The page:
Virginia Pilot Tackles School Broadband Challenges
Tanya Roscorla, Center for Digital Education, June 5, 2014
Virginia schools are paying too much for broadband access and don't have enough of it. That's why the nonprofit EducationSuperHighway decided to work with the state on a broadband pricing pilot announced Tuesday, June 3. This is the first of two pilots with U.S. states, the second of which will be announced later this summer.
After 30 states including Virginia took the nonprofit's national school broadband speed test, the commonwealth realized it needed to make some progress in this area.
4 Research Universities Fight for Open Digital Standards
Tanya Roscorla, Center for Digital Education, June 11, 2014
Some of the same universities that a decade ago started work on the Sakai project, a community that's developing a common collaboration and learning environment, are taking their efforts to the next level with a new consortium in Internet2 that's designed to free digital content and data from their single cell prison.
The Unizin consortium launched on Tuesday, June 10, with four founding members: Indiana University, University of Michigan, University of Florida and Colorado State University. Their mission is to put the collective weight of like-minded universities behind the open standards movement so that universities can control their digital content and data, and make sure that technology doesn't get in the way of teaching and learning.
Finding Your Way With a Roadmap
Chris Sturgis, Competency Works, June 13, 2014
Competency education will be a lot easier to manage if there are adequate management information systems. Blended learning can be structured to allow students to move ahead to more advanced studies. Well-structured adaptive software can really give a boost to students who need some help building skills at the levels of recall and comprehension. (See Susan Patrick’s blog on the different characteristics of adaptability).
Getting a solid picture of the technological landscape isn’t easy to do. The Roadmap for Competency-based Systems: Leveraging Next Generation Technologies is designed to do just that – identify the key questions and steps to figure out how technology can help you better implement competency education as well as generate the greatest benefits. My guess is that you will find the glossary really helpful as well. Thanks to Council of Chief State School Officers and 2 Revolutions for developing this tool.
The Connectivity Gap
72% of K-12 schools have insufficient Internet access. Four main gaps prevent struggling K-12 schools from effectively upgrading.
Analysis of Costs to Upgrade and Maintain Robust Local Area Networks for all K12 Public Schools
CoSN and Education Super Highway
These two agencies identify key equipment and services typically used to deploy and maintain a robust LAN, Wi-Fi, and core WAN network and estimates the aggregate cost of the equipment and services for America’s K-12 public schools.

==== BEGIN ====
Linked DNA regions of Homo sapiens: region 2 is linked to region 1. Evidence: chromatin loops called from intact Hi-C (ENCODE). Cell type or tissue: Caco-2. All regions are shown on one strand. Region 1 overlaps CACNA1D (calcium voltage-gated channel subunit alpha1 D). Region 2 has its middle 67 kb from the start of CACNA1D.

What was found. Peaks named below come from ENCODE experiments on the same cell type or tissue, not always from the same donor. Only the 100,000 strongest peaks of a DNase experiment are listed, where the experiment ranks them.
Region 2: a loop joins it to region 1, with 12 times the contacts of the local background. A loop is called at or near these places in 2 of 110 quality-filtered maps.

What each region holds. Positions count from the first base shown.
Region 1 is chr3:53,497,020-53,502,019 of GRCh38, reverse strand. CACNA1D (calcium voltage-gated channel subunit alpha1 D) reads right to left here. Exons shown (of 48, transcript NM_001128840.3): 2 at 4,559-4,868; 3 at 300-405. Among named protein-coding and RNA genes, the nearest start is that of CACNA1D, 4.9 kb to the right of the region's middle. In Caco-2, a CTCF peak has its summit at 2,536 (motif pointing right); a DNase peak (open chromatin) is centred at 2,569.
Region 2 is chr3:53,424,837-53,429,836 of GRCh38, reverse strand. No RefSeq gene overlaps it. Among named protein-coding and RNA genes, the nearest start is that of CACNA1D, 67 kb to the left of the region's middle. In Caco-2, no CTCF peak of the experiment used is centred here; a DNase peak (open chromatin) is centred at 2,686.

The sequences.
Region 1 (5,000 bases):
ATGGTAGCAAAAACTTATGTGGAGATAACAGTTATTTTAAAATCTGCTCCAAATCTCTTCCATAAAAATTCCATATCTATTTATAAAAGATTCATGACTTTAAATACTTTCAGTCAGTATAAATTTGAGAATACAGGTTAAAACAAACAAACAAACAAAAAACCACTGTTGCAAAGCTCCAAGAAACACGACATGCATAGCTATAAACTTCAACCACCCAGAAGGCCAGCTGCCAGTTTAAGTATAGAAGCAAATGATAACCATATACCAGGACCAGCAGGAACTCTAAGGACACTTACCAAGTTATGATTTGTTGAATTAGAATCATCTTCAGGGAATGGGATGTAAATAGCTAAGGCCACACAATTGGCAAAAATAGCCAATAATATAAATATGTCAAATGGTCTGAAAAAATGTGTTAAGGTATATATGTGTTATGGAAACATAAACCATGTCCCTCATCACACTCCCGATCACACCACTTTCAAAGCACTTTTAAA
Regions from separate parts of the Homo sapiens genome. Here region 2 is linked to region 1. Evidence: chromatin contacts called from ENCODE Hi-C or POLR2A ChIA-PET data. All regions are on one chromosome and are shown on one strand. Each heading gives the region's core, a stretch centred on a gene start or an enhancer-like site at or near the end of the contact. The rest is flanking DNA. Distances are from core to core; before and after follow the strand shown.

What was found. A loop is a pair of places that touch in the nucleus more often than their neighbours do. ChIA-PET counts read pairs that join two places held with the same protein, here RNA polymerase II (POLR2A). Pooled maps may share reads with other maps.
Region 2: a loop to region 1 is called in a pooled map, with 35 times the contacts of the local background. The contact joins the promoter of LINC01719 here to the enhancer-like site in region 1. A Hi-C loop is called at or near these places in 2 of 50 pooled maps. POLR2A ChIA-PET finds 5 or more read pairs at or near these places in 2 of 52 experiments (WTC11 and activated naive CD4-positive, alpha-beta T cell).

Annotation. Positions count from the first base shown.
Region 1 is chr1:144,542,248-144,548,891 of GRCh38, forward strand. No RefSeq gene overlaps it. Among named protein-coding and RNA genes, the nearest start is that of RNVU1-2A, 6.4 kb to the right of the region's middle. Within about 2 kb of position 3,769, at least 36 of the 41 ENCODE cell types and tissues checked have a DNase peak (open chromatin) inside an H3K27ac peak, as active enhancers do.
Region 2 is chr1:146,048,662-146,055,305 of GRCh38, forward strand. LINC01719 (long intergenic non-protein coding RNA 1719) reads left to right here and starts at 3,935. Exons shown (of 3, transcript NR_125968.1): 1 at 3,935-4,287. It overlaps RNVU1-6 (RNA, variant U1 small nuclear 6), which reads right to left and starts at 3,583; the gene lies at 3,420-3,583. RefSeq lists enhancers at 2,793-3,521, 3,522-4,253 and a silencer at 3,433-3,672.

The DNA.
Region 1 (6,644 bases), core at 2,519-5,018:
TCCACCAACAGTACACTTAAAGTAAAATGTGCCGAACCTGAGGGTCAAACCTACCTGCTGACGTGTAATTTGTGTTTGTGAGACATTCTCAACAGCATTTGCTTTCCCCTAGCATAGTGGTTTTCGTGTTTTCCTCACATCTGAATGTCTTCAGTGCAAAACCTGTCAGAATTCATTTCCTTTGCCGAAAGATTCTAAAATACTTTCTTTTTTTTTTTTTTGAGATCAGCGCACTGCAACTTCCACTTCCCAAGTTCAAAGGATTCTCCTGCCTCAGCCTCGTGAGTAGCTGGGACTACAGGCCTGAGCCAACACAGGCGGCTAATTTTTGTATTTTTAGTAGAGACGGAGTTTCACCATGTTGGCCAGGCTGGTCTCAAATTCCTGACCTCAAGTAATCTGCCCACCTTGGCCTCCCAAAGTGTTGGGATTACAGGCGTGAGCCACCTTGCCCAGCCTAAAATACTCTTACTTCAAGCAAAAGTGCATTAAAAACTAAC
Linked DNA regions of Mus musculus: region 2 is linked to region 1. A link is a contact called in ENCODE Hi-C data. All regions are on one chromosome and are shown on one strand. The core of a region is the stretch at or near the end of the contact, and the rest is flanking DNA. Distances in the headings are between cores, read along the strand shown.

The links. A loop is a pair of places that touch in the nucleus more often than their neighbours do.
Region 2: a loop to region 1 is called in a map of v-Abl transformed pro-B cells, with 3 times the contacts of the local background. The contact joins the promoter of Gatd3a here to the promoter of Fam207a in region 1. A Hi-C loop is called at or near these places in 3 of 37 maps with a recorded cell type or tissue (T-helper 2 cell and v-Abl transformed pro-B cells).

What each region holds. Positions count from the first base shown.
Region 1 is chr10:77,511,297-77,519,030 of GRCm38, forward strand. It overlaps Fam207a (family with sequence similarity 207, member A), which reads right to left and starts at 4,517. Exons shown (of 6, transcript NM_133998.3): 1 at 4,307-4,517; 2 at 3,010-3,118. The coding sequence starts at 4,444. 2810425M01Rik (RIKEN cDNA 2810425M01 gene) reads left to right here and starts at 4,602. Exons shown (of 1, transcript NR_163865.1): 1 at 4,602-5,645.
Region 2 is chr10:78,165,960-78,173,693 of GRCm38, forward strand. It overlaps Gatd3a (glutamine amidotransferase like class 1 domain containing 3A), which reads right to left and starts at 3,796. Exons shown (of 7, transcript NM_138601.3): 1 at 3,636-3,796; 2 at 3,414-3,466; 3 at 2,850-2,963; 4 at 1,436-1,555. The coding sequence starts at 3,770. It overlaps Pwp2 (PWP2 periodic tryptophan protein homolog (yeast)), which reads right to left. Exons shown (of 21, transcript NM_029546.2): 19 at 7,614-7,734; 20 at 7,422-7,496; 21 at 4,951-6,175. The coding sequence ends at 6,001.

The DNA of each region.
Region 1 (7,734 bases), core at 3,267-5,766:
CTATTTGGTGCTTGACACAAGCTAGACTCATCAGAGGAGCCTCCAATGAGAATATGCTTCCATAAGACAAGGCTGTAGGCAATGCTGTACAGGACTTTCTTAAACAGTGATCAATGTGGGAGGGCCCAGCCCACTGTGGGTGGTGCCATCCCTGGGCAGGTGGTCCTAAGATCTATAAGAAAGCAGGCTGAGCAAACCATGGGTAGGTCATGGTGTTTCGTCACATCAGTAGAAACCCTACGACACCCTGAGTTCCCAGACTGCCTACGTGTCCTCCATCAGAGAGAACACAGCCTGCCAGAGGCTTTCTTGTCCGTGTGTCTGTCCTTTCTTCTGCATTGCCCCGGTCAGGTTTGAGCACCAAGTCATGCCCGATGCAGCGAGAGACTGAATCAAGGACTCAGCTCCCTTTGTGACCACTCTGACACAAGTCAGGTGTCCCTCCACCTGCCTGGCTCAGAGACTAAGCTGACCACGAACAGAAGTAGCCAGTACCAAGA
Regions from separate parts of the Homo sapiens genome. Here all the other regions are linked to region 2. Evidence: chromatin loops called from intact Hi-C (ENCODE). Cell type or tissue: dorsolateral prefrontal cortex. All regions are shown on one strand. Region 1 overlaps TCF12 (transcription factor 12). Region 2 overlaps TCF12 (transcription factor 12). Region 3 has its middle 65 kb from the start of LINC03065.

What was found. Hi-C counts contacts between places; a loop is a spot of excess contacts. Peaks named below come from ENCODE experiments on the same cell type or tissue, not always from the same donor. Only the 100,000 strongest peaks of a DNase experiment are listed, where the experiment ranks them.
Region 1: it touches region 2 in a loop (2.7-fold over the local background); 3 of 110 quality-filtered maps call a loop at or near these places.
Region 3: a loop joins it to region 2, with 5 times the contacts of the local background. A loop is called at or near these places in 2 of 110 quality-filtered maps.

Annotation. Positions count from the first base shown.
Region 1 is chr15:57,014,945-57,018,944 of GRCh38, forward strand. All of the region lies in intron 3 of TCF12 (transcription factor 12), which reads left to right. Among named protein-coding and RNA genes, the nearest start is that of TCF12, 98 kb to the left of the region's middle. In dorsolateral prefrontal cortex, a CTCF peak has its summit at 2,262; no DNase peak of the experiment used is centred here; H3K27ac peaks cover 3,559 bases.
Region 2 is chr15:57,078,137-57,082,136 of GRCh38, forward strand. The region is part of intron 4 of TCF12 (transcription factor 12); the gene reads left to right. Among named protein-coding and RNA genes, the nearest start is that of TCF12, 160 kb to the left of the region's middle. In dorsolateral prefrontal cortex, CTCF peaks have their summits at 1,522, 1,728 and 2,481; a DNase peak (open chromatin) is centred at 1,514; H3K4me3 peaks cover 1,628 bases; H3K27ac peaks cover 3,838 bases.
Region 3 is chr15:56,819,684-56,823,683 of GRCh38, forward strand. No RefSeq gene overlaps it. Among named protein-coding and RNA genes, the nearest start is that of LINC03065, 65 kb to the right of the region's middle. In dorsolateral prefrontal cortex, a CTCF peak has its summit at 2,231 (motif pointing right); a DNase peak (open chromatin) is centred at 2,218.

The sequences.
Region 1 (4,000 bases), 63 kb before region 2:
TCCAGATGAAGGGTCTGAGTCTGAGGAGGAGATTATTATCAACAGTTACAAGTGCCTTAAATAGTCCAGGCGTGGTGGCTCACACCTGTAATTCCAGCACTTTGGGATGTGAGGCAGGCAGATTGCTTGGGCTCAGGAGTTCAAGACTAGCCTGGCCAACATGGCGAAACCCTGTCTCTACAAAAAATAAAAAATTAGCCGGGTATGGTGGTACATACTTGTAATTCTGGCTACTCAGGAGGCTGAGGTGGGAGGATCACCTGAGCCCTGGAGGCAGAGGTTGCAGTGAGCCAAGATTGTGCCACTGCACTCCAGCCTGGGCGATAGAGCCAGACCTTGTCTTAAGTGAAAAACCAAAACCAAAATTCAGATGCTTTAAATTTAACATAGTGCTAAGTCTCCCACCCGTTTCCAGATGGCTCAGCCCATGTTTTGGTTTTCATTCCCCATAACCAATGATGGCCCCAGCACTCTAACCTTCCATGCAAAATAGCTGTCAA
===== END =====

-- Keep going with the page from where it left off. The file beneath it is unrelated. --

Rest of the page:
Copyright and Digital Content
3 must-knows about teachers and copyright
Meris Stansbury, eSchool News, May 28, 2014
This report answers the question ‘Who owns teacher-created digital content?’
Why Do Some Students Struggle Online?
Di Xu | CCRC Postdoctoral Research Associate, Teachers College Columbia University, evolllution, June 14, 2014
In a recent article on semester-length online coursework, I wrote about some recent research findings that many community college students perform more poorly in online than face-to-face courses. Some readers wondered what makes the particular groups mentioned (males, ethnic minorities and those with lower GPAs) less likely to succeed in online courses. This follow-up article discusses what challenges these specific groups face in the online context, and how those challenges might be addressed with specific strategies in online programming.
Five Things Online Students Want from Faculty
Rob Kelly in Online Education, Faculty Focus, May 30, 2014
Through regular student feedback, Jennifer Luzar, associate professor of language arts at Northwood University, has compiled the following things students want in their online courses and ways that she has adapted her instruction accordingly.
6 Amazing Statistics on Learning Management Systems Infographic
eLearning Infographics, June 1, 2014
The 6 Amazing Statistics on Learning Management Systems Infographic provides interesting LMS facts and stats.
Udacity-AT&T ‘NanoDegree’ Offers an Entry-Level Approach to College
Eduardo Porter, New York Times, June 17, 2014
Could an online degree earned in six to 12 months bring a revolution to higher education? This week, AT&T and Udacity, the online education company founded by the Stanford professor and former Google engineering whiz Sebastian Thrun, announced something meant to be very small: the “NanoDegree.”
Open Educational Resources (OER) - A Video Primer
Rory McGreal, Contact North/Contact Nord
Why invest lots of time, effort and energy creating new course materials from scratch when quality, freely available resources may already exist? Why not adapt and use these resources, known as Open Educational Resources (OER)?